International Women’s Day is approaching on March 8. Unlike some other observances, this one is not sponsored by any single organization. Rather, a variety of charities, academic institutions, government entities, and other groups choose to honor the day in different ways.
International Women’s Day is observed globally. It took root in the 1900s and continues to inspire people to celebrate the achievements of women in history and advocate for greater gender parity.
In America, there have been a number of key milestones in the fight for gender equality. These include:
- 1890—Wyoming becomes the first state to allow women to vote in all elections.
- 1900—The last of the states passes legislation giving married women the right to keep money that they earned and to own property in their name.
- 1920—The 19th Amendment is ratified, ensuring that all women have the right to vote.
- 1963—Congress passes the Equal Pay Act, promising comparable wages for the same work, no matter someone’s race, religion, or gender.
- 1964—Congress approves Title VII of the Civil Rights Act, barring sex discrimination on the job. They also create the Equal Employment Opportunity Commission.
- 1972—Title IX of the Education Amendment prohibits gender discrimination for any educational program receiving federal support.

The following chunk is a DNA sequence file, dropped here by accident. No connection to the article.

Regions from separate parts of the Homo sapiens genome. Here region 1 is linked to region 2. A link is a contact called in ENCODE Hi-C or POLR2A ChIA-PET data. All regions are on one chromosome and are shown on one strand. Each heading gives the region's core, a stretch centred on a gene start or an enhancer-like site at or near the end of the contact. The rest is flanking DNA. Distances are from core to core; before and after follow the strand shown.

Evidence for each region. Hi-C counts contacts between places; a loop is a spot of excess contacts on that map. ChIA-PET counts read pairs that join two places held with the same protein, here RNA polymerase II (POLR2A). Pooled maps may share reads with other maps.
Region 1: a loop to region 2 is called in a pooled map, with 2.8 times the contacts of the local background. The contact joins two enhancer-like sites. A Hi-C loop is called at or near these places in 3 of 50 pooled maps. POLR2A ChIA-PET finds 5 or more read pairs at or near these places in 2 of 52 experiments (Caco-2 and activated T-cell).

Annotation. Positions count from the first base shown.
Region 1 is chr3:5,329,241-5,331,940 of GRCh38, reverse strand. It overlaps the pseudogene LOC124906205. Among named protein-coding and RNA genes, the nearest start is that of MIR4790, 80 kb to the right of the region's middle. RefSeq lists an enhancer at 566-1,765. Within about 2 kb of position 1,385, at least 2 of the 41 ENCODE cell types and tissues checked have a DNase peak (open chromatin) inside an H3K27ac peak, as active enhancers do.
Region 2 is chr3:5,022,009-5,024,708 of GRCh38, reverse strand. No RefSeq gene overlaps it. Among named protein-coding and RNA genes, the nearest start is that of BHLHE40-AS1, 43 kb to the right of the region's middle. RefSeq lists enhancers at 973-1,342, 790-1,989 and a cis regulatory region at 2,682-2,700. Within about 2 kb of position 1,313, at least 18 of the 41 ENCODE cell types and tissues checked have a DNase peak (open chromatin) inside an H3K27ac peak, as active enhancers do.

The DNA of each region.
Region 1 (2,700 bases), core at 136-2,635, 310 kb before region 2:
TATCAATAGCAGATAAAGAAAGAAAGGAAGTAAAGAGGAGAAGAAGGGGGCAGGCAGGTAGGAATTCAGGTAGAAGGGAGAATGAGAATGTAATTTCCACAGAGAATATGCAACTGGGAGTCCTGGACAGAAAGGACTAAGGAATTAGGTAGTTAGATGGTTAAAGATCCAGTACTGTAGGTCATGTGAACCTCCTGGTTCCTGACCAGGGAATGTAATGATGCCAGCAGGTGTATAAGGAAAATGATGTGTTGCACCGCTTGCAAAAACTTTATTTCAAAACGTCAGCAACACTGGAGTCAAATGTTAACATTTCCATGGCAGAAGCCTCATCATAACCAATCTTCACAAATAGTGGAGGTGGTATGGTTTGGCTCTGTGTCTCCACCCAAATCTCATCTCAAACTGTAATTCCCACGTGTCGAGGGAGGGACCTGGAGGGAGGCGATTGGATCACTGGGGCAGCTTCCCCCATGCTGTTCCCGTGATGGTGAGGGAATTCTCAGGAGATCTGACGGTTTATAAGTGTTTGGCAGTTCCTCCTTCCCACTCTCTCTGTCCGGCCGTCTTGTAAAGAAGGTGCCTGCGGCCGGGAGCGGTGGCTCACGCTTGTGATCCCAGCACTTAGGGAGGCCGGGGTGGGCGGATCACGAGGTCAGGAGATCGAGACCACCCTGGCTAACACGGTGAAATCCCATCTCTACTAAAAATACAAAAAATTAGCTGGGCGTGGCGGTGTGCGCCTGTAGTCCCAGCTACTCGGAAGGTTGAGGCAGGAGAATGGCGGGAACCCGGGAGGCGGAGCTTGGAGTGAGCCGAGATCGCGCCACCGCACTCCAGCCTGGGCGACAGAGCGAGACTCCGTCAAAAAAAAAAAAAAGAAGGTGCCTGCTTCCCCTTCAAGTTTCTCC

Did you know that in 1873, states were given the right to exclude married women from practicing law? At Ramos & Law, we are grateful for the advancement of women in the legal field. We recognize the achievements of countless courageous women who have fought for greater gender parity. In many cases, they have risked much to improve the lives of fellow women.
The law field has seen many of these courageous women in action. Trailblazing female attorneys include:
- Ruth Bader Ginsburg. Ginsburg is a powerhouse who has served as a United States Supreme Court Justice since 1993, with a record of fighting against gender inequality. She was the co-developer of the Women’s Rights Project at the ACLU and founder of the Women’s Rights Law Reporter, which is the first law journal devoted solely to women’s rights.
- Elizabeth Dole is a graduate of Harvard Law School who has served as the U.S. Secretary of Labor and Transportation as well as the president of the American Red Cross. In her work as Secretary of Transportation, Dole helped push through legislation requiring all new vehicles to have seat belts and air bags. When Dole served with the Red Cross, she helped increase safety standards for blood, saving many lives in the process.
- Bella Abzug graduated from Columbia Law School and served as a U.S. Representative. She helped create the National Women’s Political Caucus and the Women’s Environmental Development Organization. Throughout her life, she relentlessly pursued equal rights for all, regardless of gender, race, religion, or sexual orientation.
Ramos & Law wouldn’t be able to serve our community without the support of the women on our team, Chinny Law and Gail Bailey. All of us at Ramos and Law tip our hats to these female attorneys and the many other women imbued with the same dedication to improving the lives of women in this generation and in many more to come.